Egypt’s fragile young democracy seems on a knife’s edge after President Mohamed Morsi decreed that decisions he makes until a parliament is instituted are not subject to judicial review.
Morsi’s camp insists this measure is necessary to protect the democratically chosen assembly working to agree on and draft a constitution, which faces opposition from judges put in place by deposed leader Hosni Mubarak. Critics have called the move “fascist and despotic,” and a first step toward realizing an Islamic autocracy. There is deep mistrust among the groups parties, with conflicting signals flying in all directions and everyone extremely sensitive to anything that has the markings of a power grab. Protests have once again erupted in Cairo.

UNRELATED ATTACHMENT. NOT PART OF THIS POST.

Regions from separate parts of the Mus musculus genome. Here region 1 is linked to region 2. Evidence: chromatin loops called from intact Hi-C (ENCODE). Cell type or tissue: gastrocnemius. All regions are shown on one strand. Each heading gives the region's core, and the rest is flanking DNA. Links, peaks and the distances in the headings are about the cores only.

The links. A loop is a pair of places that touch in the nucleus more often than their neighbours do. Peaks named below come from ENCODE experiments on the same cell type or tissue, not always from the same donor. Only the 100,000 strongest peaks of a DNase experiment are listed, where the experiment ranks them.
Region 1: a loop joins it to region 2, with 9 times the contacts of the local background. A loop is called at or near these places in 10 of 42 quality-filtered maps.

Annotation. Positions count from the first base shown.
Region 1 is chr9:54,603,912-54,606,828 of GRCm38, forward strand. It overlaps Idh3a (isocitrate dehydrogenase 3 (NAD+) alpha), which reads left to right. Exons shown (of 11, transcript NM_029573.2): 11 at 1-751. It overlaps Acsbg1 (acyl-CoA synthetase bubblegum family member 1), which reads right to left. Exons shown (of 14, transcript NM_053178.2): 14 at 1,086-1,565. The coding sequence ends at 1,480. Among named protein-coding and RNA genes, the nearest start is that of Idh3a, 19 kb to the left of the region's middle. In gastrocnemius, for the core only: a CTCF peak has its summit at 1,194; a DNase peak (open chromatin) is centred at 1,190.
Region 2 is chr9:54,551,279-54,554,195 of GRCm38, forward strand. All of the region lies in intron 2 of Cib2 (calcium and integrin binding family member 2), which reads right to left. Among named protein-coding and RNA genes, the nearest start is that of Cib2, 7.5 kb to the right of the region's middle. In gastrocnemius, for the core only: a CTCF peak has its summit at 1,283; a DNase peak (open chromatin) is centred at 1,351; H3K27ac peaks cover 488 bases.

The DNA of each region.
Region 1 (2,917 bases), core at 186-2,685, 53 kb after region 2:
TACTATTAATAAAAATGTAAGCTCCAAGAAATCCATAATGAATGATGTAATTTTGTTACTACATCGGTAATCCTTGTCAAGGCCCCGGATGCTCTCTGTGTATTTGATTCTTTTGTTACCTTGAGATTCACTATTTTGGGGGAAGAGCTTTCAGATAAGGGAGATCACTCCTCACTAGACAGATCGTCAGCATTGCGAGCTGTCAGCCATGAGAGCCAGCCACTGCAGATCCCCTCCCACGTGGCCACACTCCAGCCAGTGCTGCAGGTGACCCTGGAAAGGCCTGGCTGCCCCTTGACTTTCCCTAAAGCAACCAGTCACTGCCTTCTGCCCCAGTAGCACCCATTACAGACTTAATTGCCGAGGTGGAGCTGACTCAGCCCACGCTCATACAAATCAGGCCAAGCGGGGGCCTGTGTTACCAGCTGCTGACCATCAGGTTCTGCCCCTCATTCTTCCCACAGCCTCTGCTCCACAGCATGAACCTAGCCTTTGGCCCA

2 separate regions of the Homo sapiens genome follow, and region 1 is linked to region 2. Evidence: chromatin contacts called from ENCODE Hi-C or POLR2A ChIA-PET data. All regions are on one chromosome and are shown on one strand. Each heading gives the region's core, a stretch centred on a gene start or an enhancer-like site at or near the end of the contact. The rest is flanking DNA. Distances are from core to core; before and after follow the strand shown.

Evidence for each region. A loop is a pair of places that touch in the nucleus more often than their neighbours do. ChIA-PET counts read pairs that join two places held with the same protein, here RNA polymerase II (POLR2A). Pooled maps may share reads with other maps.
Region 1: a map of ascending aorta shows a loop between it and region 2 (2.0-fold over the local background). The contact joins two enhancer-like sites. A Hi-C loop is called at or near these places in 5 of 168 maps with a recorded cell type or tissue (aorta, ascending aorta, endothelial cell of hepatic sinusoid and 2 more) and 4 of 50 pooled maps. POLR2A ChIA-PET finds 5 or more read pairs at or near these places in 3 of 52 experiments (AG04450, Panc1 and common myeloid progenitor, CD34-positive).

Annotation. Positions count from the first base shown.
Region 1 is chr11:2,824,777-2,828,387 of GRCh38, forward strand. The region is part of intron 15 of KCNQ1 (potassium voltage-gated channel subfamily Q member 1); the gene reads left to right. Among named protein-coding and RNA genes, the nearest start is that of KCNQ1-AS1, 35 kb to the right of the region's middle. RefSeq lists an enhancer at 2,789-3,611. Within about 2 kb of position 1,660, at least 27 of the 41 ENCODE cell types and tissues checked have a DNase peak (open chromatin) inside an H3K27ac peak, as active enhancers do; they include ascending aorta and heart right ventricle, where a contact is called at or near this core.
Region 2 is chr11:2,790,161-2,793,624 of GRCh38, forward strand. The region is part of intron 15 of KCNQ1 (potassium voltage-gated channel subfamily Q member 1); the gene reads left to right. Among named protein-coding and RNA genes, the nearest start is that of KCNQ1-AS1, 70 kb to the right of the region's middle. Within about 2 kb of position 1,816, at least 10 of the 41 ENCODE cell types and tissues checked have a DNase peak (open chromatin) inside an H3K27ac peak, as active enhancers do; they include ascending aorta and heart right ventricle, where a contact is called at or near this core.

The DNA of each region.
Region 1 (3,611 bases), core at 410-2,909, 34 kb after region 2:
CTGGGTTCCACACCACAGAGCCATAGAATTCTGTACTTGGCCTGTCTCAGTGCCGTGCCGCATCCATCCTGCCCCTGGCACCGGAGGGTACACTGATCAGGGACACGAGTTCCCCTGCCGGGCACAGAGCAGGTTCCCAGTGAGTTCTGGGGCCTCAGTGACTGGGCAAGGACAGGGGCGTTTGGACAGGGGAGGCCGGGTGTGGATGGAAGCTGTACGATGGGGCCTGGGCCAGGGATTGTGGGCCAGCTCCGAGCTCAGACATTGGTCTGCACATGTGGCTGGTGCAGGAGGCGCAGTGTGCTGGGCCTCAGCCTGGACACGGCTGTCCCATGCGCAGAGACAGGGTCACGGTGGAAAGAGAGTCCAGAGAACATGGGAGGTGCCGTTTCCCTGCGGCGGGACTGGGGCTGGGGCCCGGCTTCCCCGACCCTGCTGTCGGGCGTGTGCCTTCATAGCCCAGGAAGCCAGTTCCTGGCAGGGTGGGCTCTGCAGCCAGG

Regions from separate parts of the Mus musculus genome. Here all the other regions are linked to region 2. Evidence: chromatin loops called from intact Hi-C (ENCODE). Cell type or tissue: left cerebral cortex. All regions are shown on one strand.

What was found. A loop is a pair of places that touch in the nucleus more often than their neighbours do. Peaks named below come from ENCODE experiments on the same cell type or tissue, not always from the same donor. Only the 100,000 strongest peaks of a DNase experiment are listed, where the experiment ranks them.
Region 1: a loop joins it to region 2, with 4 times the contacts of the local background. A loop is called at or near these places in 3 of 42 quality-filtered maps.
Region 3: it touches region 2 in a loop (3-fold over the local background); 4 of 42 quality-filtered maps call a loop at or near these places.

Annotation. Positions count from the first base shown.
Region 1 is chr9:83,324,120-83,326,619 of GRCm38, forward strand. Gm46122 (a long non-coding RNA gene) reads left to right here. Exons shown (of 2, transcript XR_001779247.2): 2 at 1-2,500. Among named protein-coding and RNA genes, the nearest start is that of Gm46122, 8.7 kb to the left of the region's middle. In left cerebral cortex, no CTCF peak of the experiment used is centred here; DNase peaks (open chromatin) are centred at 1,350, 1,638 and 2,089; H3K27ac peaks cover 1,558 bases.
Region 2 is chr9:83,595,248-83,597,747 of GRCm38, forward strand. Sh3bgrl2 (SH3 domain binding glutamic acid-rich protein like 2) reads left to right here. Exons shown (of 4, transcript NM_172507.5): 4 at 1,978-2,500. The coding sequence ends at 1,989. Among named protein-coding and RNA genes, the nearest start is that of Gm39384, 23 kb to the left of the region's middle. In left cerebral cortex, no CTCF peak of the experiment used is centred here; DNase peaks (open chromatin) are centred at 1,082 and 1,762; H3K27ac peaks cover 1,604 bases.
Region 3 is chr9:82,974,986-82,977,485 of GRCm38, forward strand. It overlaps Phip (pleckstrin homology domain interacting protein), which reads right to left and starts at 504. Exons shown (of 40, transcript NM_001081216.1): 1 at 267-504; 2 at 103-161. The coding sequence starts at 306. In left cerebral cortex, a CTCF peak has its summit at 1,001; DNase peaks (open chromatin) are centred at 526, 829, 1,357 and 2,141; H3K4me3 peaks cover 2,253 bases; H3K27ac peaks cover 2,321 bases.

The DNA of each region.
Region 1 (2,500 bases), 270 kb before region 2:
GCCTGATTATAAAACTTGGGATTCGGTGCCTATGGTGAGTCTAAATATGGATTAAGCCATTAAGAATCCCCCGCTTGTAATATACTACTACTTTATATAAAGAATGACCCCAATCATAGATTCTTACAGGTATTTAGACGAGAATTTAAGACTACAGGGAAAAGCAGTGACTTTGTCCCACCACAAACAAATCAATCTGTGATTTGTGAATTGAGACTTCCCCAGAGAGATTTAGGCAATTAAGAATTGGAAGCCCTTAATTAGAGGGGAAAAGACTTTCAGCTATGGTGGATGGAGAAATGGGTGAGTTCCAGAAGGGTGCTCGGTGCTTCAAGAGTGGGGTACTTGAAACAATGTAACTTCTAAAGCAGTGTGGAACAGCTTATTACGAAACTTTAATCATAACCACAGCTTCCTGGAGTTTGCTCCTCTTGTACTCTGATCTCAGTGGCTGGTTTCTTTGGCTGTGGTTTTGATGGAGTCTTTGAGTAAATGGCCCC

I wrote in August about how Morsi taking over the military and ousting Mubarak-era generals was a savvy and positive move toward starting anew with democracy. But has he abused his power by putting himself above the law? Or is he simply taking needed precautions to get the constitution passed? It is not uncommon in new democracies for certain rights to be restricted and the government to take above-normal powers to stabilize political environment.
I think it is too early to tell at this point the impact Morsi’s decree will have. Obviously the constitutional assembly must be able to circumvent any legal roadblocks from Mubarak loyalists. But putting the president above the law seems like a dangerous move that could provide precedent for Egypt to backslide toward dictatorship.
Morsi’s use of the decree should, and I’m sure will, be monitored closely. The Egyptian people have put their trust in him to lead them to democracy. Now is the critical time for Morsi to prove that he is committed to this goal.